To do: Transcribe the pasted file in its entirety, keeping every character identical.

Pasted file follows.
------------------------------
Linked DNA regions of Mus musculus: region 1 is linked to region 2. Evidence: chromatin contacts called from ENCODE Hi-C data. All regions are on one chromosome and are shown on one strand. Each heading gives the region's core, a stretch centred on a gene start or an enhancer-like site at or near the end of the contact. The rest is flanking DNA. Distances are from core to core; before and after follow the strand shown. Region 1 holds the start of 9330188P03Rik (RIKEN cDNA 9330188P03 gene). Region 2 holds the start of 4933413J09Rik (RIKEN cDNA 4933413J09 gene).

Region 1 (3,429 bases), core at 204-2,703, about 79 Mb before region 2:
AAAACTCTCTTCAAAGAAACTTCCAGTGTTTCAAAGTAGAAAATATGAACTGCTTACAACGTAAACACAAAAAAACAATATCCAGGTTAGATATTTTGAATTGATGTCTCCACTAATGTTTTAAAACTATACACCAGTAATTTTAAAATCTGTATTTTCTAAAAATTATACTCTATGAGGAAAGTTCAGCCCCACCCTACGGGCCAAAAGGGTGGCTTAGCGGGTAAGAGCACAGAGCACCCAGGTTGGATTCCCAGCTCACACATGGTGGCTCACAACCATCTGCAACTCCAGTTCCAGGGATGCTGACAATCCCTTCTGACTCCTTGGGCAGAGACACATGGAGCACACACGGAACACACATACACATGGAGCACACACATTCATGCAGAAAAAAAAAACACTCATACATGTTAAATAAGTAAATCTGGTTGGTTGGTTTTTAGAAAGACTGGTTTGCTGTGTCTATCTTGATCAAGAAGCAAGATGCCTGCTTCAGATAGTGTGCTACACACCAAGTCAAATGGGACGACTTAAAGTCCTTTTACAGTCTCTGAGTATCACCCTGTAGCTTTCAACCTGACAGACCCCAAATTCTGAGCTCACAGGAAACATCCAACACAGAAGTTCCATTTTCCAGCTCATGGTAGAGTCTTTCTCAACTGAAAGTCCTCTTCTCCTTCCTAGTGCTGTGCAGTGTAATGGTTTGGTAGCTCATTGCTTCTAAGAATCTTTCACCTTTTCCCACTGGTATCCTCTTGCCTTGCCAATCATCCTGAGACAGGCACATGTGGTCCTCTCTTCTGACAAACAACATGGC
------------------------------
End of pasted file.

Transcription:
Linked DNA regions of Mus musculus: region 1 is linked to region 2. Evidence: chromatin contacts called from ENCODE Hi-C data. All regions are on one chromosome and are shown on one strand. Each heading gives the region's core, a stretch centred on a gene start or an enhancer-like site at or near the end of the contact. The rest is flanking DNA. Distances are from core to core; before and after follow the strand shown. Region 1 holds the start of 9330188P03Rik (RIKEN cDNA 9330188P03 gene). Region 2 holds the start of 4933413J09Rik (RIKEN cDNA 4933413J09 gene).

Region 1 (3,429 bases), core at 204-2,703, about 79 Mb before region 2:
AAAACTCTCTTCAAAGAAACTTCCAGTGTTTCAAAGTAGAAAATATGAACTGCTTACAACGTAAACACAAAAAAACAATATCCAGGTTAGATATTTTGAATTGATGTCTCCACTAATGTTTTAAAACTATACACCAGTAATTTTAAAATCTGTATTTTCTAAAAATTATACTCTATGAGGAAAGTTCAGCCCCACCCTACGGGCCAAAAGGGTGGCTTAGCGGGTAAGAGCACAGAGCACCCAGGTTGGATTCCCAGCTCACACATGGTGGCTCACAACCATCTGCAACTCCAGTTCCAGGGATGCTGACAATCCCTTCTGACTCCTTGGGCAGAGACACATGGAGCACACACGGAACACACATACACATGGAGCACACACATTCATGCAGAAAAAAAAAACACTCATACATGTTAAATAAGTAAATCTGGTTGGTTGGTTTTTAGAAAGACTGGTTTGCTGTGTCTATCTTGATCAAGAAGCAAGATGCCTGCTTCAGATAGTGTGCTACACACCAAGTCAAATGGGACGACTTAAAGTCCTTTTACAGTCTCTGAGTATCACCCTGTAGCTTTCAACCTGACAGACCCCAAATTCTGAGCTCACAGGAAACATCCAACACAGAAGTTCCATTTTCCAGCTCATGGTAGAGTCTTTCTCAACTGAAAGTCCTCTTCTCCTTCCTAGTGCTGTGCAGTGTAATGGTTTGGTAGCTCATTGCTTCTAAGAATCTTTCACCTTTTCCCACTGGTATCCTCTTGCCTTGCCAATCATCCTGAGACAGGCACATGTGGTCCTCTCTTCTGACAAACAACATGGC